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Blue blooded monarch, triple hearted, fluidly unspools

herself to wind then unwind

her reach stretching across the sea with the throbs of time.


Liquid sac of sentience, her mind feels through the dark deep.

The sea, with its perpetual twilight indigoed

from eons of volcanic floods and the endless silt of nameless rivers.


She is a rainbow of tactility with genes so wise she regenerates

herself at will, wearing the sea’s dreams

like a shy queen, changeling with her endless handkerchief drops.


Now, she glides through vast colonnades of graying membraned coral,

emptied and eerie with silence, seeking a darkened nest,

some sheltered crag to brood and birth her private treasure of tear dropped eggs.


Each tentacle as mindful as the next, she tastes the ocean’s burgeoning brine

and feels an odd prickle of silvery pressure

inescapable now for she is carried only so far by the currents.


Clinging to the rock face, she curtains her eggs in long, opalescent strings,

refreshing each globe with air,

before covering her clutch of eggs under her mantle.


She braids each glossy drop within the blanching bracelet of her arms

until she whitens into trembling tatters

that lace the drift and flow and settle upon the ocean bed’s remains.


Since she cannot, perhaps each lucent head, all innocent ebony eyes it seems, will rim

the waves and member and remember to entwine its genes

and find that sovereign, solitary gesture to save itself and so survive this age.


M. L. Lyons was awarded a Klepser fellowship in Creative Writing from the University of Washington. She co-edited Raising Lilly Ledbetter: Women Poets Occupy the Workplace with Carolyne Wright and Eugenia Toledo. Her poetry has been nominated for the Pushcart and most recently she received a scholarship to Hedgebrook writers residency.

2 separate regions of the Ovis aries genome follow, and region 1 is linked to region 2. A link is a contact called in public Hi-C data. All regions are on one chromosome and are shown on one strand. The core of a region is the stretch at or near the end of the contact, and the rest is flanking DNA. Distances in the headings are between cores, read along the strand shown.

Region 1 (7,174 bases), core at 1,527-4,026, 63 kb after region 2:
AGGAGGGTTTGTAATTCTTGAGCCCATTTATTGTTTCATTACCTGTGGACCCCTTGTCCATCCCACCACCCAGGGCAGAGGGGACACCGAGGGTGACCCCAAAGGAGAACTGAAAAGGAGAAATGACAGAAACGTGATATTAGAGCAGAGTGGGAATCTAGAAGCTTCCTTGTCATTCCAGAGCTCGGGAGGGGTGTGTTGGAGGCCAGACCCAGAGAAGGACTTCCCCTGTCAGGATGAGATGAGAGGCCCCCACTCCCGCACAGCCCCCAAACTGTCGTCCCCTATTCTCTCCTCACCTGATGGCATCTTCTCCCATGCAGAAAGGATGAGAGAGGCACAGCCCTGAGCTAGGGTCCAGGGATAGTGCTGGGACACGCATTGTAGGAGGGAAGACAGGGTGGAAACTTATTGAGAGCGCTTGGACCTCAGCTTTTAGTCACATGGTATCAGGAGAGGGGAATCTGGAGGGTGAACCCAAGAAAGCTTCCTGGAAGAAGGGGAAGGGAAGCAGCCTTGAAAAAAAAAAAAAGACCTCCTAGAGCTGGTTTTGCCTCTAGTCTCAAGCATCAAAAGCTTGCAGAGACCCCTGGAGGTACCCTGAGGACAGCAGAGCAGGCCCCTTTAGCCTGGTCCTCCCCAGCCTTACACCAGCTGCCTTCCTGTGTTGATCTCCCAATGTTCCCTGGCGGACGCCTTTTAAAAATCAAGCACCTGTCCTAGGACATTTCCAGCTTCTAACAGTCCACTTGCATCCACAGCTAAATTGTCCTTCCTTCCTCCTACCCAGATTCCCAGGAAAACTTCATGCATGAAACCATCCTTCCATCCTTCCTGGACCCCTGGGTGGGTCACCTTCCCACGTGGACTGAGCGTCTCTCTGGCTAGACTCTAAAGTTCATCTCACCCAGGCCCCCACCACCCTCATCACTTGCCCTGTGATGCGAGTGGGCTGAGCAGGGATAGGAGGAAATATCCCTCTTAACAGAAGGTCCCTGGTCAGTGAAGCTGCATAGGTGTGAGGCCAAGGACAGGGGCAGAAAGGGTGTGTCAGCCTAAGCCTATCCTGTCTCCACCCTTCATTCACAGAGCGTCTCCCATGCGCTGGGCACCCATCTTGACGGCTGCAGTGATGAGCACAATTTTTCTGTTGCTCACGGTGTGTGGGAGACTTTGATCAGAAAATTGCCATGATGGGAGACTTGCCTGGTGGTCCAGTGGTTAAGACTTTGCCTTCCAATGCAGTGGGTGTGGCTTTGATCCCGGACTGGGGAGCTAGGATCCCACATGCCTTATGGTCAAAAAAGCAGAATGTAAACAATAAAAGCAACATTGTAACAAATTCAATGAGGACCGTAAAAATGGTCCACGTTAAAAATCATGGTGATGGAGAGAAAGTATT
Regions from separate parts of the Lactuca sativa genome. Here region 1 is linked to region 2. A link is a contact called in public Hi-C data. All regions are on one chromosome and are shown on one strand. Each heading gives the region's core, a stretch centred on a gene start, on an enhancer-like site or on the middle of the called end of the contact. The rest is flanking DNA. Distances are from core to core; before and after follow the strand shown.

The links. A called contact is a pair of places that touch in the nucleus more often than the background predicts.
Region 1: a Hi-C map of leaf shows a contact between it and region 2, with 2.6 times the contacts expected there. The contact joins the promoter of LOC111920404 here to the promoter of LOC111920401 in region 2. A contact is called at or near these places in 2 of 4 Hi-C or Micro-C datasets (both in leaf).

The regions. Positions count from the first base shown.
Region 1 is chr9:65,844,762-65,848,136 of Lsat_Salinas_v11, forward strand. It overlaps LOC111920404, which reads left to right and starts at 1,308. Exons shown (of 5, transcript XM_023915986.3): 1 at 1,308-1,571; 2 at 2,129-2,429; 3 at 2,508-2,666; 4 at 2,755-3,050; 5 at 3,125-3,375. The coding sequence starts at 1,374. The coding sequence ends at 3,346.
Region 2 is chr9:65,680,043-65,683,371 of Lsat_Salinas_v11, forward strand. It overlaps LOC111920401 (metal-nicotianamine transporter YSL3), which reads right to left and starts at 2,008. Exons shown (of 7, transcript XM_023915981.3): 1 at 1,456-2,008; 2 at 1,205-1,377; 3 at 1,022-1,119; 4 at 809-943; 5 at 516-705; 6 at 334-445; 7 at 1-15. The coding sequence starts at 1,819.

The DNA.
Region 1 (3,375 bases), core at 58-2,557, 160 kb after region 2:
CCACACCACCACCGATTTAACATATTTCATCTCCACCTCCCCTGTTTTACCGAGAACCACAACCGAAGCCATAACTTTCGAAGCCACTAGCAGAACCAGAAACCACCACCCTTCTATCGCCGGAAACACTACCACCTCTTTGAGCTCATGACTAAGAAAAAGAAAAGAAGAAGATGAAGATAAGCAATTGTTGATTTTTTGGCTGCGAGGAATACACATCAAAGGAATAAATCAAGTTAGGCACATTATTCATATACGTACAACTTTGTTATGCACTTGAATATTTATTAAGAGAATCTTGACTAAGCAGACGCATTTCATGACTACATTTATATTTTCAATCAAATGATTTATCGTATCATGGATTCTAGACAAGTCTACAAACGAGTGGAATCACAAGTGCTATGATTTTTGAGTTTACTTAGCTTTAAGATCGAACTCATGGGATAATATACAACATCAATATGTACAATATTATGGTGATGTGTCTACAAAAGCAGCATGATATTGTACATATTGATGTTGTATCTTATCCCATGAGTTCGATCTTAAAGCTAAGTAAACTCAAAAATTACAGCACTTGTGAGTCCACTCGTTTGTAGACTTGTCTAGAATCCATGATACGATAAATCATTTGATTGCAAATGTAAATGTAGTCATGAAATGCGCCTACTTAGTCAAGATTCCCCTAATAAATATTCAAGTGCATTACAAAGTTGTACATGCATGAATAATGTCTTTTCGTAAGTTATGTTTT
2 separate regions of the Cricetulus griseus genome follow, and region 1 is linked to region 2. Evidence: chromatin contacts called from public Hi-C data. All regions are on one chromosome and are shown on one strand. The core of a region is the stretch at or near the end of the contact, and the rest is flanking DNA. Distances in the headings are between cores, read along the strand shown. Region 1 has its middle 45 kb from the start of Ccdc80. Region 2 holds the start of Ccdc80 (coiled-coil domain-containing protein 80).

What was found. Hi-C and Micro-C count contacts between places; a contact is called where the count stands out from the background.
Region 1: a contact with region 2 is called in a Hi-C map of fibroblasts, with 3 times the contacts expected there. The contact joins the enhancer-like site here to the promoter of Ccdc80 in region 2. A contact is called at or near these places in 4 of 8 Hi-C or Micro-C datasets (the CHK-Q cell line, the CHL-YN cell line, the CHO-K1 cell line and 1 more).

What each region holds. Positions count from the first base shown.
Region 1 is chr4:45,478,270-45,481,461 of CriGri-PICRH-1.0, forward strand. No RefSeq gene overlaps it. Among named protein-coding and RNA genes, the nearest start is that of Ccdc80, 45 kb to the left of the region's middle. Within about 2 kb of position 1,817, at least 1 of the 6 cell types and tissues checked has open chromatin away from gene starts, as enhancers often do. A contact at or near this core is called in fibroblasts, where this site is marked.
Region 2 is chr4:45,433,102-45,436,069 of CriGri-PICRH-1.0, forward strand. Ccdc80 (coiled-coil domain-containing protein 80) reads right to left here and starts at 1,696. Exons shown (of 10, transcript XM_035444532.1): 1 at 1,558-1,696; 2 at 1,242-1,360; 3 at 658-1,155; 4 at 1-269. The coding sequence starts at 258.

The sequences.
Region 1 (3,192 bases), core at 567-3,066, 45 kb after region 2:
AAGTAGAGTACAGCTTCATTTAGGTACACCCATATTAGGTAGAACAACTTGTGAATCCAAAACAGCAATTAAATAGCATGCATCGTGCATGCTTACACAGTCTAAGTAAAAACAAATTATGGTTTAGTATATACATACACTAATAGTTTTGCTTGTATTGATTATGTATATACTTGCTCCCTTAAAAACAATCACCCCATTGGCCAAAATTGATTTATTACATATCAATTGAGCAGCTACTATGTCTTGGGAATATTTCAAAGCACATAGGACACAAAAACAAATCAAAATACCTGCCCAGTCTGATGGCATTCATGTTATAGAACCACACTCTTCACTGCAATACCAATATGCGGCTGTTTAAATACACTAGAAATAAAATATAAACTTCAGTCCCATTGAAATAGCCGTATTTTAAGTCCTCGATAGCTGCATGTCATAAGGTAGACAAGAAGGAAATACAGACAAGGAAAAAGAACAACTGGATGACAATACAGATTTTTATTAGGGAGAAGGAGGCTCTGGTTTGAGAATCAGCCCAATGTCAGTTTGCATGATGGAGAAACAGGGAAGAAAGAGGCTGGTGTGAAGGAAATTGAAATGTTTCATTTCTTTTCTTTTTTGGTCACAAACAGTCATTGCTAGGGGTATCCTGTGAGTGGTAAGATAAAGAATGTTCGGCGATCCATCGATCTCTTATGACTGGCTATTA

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Without Silence


I pay attention when silence breaks through,

a triumph over cell phone halfalogues,

a win snatched from devices that clean,

a respite from the travel of large vehicles,

a reprieve from pushing things loudly into place.


In the march to accomplish,

to go places I think I need to be,

to make pieces of myself fit together,

silence erodes into the noise

that slows the unfolding of blossoms.


It’s easy to treat noise

with more noise

until all is the loudest car horn,

then wonder why

silence chooses to settle elsewhere.


Without it,

a door shuts that needs to stay open,

things that float sink slightly,

the colors before me

lack full crispness.


Marianne Brems’s first poetry chapbook is Sliver of Change (Finishing Line Press, 2020). Her second chapbook Unsung Offerings is forthcoming in 2021. Her poems have appeared in literary journals including The Pangolin Review, Nightingale & Sparrow, The Sunlight Press, and The Tiny Seed Literary Journal. She lives in Northern California. Website:


~ ✽✦✽✿✽✦✽ ~


The Short Story of Us


If anything can be

said of us it is that we’re

blades of grass. We’ve

lived in our billions since

time began. Only

eighty-six ten thousands of a percent

of us will lift our heads above the

rest. We grow shoulder to shoulder,

a lawn that will be cut on a day

not of our choosing.

We dream of wildflower

meadows and hope for love. Some dreams

come true before

the end.


Maryalicia Post is a journalist and poet. Her website is at


~ ✽✦✽✿✽✦✽ ~




So pretend you’re marooned

on a deserted island

plenty of fish and fruits to keep you fed

shelter and warmth, nothing around

to harm you and you tossed your message-

in-a-bottle out beyond the waves

so it’s on its way to bringing a rescue party

so all you need do is wait, and wait.

And remind yourself that

it could be worse:

you could be trapped with the Donner party

in some frozen valley

in the Sierra Nevadas

or lost in a cave without any light

or trapped under a collapsed building

or stuck in the Amazon jungle surrounded

by angry natives

or marooned on Mars or the Moon

or imprisoned on Devil’s Island with no hope

of escaping into any future at all.

Yes it could be worse, it can always be worse.


Michael Estabrook has been publishing his poetry in the small press since the 1980s. He has published over 20 collections, a recent one being The Poet’s Curse, A Miscellany (The Poetry Box, 2019).


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A Discussion in the Dark


I was slowly moving through darkness to warmth and a grand light